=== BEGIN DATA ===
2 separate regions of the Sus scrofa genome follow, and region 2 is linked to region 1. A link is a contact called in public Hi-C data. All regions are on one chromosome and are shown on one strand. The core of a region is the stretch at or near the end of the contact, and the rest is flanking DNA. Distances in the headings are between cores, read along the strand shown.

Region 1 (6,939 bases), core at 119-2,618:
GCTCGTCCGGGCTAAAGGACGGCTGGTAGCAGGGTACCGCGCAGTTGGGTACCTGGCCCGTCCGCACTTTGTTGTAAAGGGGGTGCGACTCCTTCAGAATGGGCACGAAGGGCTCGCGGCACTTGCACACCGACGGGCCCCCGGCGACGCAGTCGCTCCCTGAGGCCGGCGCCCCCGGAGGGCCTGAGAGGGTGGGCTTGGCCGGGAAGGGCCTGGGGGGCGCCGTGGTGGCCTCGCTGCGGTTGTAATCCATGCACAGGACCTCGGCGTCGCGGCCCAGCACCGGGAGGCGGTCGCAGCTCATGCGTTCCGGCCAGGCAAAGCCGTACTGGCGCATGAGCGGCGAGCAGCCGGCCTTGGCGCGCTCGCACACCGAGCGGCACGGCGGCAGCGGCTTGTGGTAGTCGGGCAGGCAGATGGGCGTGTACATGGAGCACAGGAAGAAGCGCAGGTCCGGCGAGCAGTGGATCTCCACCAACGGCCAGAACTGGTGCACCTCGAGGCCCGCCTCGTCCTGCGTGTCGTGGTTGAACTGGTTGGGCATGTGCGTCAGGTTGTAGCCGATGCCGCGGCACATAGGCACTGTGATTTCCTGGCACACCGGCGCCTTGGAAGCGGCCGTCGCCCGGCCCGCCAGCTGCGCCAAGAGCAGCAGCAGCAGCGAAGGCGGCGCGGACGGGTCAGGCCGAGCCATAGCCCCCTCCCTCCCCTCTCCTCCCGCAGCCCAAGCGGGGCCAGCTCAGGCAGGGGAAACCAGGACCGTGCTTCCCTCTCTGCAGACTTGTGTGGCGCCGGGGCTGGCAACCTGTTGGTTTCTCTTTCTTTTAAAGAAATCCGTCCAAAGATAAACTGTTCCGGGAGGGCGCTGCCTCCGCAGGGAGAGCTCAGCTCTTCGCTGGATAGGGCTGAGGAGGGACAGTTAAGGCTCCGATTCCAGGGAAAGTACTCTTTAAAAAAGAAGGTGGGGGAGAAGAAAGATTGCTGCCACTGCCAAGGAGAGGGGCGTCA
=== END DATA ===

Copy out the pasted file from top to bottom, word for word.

2 separate regions of the Sus scrofa genome follow, and region 2 is linked to region 1. A link is a contact called in public Hi-C data. All regions are on one chromosome and are shown on one strand. The core of a region is the stretch at or near the end of the contact, and the rest is flanking DNA. Distances in the headings are between cores, read along the strand shown.

Region 1 (6,939 bases), core at 119-2,618:
GCTCGTCCGGGCTAAAGGACGGCTGGTAGCAGGGTACCGCGCAGTTGGGTACCTGGCCCGTCCGCACTTTGTTGTAAAGGGGGTGCGACTCCTTCAGAATGGGCACGAAGGGCTCGCGGCACTTGCACACCGACGGGCCCCCGGCGACGCAGTCGCTCCCTGAGGCCGGCGCCCCCGGAGGGCCTGAGAGGGTGGGCTTGGCCGGGAAGGGCCTGGGGGGCGCCGTGGTGGCCTCGCTGCGGTTGTAATCCATGCACAGGACCTCGGCGTCGCGGCCCAGCACCGGGAGGCGGTCGCAGCTCATGCGTTCCGGCCAGGCAAAGCCGTACTGGCGCATGAGCGGCGAGCAGCCGGCCTTGGCGCGCTCGCACACCGAGCGGCACGGCGGCAGCGGCTTGTGGTAGTCGGGCAGGCAGATGGGCGTGTACATGGAGCACAGGAAGAAGCGCAGGTCCGGCGAGCAGTGGATCTCCACCAACGGCCAGAACTGGTGCACCTCGAGGCCCGCCTCGTCCTGCGTGTCGTGGTTGAACTGGTTGGGCATGTGCGTCAGGTTGTAGCCGATGCCGCGGCACATAGGCACTGTGATTTCCTGGCACACCGGCGCCTTGGAAGCGGCCGTCGCCCGGCCCGCCAGCTGCGCCAAGAGCAGCAGCAGCAGCGAAGGCGGCGCGGACGGGTCAGGCCGAGCCATAGCCCCCTCCCTCCCCTCTCCTCCCGCAGCCCAAGCGGGGCCAGCTCAGGCAGGGGAAACCAGGACCGTGCTTCCCTCTCTGCAGACTTGTGTGGCGCCGGGGCTGGCAACCTGTTGGTTTCTCTTTCTTTTAAAGAAATCCGTCCAAAGATAAACTGTTCCGGGAGGGCGCTGCCTCCGCAGGGAGAGCTCAGCTCTTCGCTGGATAGGGCTGAGGAGGGACAGTTAAGGCTCCGATTCCAGGGAAAGTACTCTTTAAAAAAGAAGGTGGGGGAGAAGAAAGATTGCTGCCACTGCCAAGGAGAGGGGCGTCA